Since Bill Gates left Microsoft, he has become the world's premier philanthropist, but has largely stayed away from politics. But now, in an aside in an interview with the U.K. newspaper The Telegraph, he lightly weighs into U.S. politics, saying that increasing taxes on the rich would be a good way to close the budget deficit.
The interview is a wide-ranging one, and covers everything from his philanthropical work to his relationship with Steve Jobs.
Partway down the article, he has this to say about taxes:
"With deficits the way they are, the rich are going to have to pay more. Unfortunately, almost everyone's going to have to pay more, and it should fall more heavily on the rich...Just raising taxes on the rich won't solve the crisis, but it seems reasonable to people -- and there's plenty of room to do that without creating disincentives or distortions."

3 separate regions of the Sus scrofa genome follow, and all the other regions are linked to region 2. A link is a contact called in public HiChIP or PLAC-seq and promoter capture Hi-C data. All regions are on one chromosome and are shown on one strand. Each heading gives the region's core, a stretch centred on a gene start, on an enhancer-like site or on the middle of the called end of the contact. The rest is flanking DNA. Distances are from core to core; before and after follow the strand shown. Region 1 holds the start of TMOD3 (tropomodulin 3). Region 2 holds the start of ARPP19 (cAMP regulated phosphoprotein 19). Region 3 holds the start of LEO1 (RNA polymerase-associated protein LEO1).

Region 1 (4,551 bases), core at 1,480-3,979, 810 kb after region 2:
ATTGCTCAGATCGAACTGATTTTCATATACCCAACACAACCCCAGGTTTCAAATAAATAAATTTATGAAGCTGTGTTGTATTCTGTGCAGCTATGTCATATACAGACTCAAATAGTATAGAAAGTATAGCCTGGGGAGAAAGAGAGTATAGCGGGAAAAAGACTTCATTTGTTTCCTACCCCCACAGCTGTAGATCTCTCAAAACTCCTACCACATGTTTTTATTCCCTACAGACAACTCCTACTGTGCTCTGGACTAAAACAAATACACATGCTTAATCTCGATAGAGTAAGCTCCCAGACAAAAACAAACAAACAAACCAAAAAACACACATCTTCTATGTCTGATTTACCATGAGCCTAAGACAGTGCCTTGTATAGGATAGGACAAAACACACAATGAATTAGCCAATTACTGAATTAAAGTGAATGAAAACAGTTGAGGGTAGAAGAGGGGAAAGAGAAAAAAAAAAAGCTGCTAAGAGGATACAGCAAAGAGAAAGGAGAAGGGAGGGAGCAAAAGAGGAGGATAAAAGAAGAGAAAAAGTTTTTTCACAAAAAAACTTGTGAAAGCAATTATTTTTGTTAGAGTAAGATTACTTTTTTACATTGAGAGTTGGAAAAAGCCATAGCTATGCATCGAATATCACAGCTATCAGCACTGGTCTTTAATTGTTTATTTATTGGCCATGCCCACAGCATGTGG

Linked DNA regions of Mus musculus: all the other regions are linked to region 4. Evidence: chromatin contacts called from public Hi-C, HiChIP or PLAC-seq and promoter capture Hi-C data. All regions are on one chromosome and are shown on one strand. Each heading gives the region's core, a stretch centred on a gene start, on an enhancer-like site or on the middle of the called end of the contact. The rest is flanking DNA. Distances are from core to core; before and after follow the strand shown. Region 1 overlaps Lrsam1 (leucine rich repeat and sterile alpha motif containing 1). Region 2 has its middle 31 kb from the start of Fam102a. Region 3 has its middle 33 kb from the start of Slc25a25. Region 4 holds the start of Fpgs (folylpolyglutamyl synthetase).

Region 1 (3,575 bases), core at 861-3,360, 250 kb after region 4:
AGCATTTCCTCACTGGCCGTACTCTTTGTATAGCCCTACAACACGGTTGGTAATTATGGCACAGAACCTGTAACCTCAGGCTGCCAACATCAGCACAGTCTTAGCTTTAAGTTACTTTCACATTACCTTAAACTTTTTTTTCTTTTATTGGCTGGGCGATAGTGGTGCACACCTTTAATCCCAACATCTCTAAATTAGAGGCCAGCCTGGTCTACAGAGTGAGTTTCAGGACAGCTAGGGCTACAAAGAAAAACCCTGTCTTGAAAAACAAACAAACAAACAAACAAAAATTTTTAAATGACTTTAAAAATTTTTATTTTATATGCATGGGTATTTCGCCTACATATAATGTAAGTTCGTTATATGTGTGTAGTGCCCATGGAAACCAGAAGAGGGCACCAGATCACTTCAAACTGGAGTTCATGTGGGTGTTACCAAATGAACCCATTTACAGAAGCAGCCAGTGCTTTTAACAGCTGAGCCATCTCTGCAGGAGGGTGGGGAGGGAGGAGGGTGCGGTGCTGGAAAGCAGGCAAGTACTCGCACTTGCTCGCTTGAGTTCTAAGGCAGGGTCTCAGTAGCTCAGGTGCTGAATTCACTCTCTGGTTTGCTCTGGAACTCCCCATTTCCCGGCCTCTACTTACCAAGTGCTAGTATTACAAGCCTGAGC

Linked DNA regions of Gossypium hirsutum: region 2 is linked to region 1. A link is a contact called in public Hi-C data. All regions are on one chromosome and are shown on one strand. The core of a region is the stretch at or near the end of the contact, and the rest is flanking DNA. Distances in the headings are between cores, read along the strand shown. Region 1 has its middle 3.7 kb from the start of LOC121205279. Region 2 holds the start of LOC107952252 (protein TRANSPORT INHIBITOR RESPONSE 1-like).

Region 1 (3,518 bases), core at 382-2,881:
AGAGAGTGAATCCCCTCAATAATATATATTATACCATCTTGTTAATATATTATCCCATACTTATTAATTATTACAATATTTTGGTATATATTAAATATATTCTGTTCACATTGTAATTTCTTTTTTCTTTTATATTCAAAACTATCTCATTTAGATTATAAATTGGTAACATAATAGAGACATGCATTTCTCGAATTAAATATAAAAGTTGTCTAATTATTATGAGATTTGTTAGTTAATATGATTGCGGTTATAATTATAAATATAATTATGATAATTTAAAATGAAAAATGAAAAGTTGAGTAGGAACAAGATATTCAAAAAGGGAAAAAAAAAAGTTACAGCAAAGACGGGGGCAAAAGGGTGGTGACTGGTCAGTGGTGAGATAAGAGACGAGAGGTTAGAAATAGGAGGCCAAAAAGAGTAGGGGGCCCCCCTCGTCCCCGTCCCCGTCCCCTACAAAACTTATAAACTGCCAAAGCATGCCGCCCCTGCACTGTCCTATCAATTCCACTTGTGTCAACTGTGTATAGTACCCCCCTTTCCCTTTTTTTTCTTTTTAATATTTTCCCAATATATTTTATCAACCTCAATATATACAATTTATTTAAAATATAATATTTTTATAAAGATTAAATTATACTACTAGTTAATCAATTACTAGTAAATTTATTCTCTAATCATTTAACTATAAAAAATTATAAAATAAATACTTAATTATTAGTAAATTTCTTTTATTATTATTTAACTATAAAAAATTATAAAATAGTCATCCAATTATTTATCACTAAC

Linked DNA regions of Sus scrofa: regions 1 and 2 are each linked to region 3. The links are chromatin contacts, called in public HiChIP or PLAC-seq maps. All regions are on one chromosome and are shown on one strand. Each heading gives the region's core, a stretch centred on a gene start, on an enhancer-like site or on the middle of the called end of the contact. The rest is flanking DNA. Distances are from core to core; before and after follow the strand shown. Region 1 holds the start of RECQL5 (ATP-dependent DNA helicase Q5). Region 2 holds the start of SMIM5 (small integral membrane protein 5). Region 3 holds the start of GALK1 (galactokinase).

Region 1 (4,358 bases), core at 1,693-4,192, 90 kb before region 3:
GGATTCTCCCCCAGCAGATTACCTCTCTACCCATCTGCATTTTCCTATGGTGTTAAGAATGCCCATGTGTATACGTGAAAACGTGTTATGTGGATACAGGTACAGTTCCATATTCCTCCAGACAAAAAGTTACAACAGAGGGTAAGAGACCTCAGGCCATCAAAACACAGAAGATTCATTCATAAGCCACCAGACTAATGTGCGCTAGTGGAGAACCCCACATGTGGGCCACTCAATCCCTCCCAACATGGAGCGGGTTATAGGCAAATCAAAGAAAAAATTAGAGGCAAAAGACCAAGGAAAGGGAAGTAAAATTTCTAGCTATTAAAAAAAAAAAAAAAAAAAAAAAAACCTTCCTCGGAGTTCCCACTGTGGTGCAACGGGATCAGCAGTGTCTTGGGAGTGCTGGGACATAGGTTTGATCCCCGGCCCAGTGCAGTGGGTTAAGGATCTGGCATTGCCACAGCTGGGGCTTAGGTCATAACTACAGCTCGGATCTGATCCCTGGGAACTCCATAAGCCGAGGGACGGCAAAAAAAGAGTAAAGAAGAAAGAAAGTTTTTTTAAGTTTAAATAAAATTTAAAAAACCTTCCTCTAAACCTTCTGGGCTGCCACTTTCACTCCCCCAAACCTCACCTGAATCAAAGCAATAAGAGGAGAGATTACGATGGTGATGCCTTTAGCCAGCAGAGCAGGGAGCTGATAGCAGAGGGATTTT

When asked about Mitt Romney paying less 15% in taxes on his multi-million-dollar income Gates says that the news:
...wasn't shocking at all. That's the US system. If people want capital gains taxed more like the highest rate on income, that's a good discussion. Maybe that's the way to help close the deficit."
Something tells me that Gates won't be quoted at the next Republican Presidential carnival sideshow...I mean debate. And I think it's unlikely he'll weigh in again during the election cycle.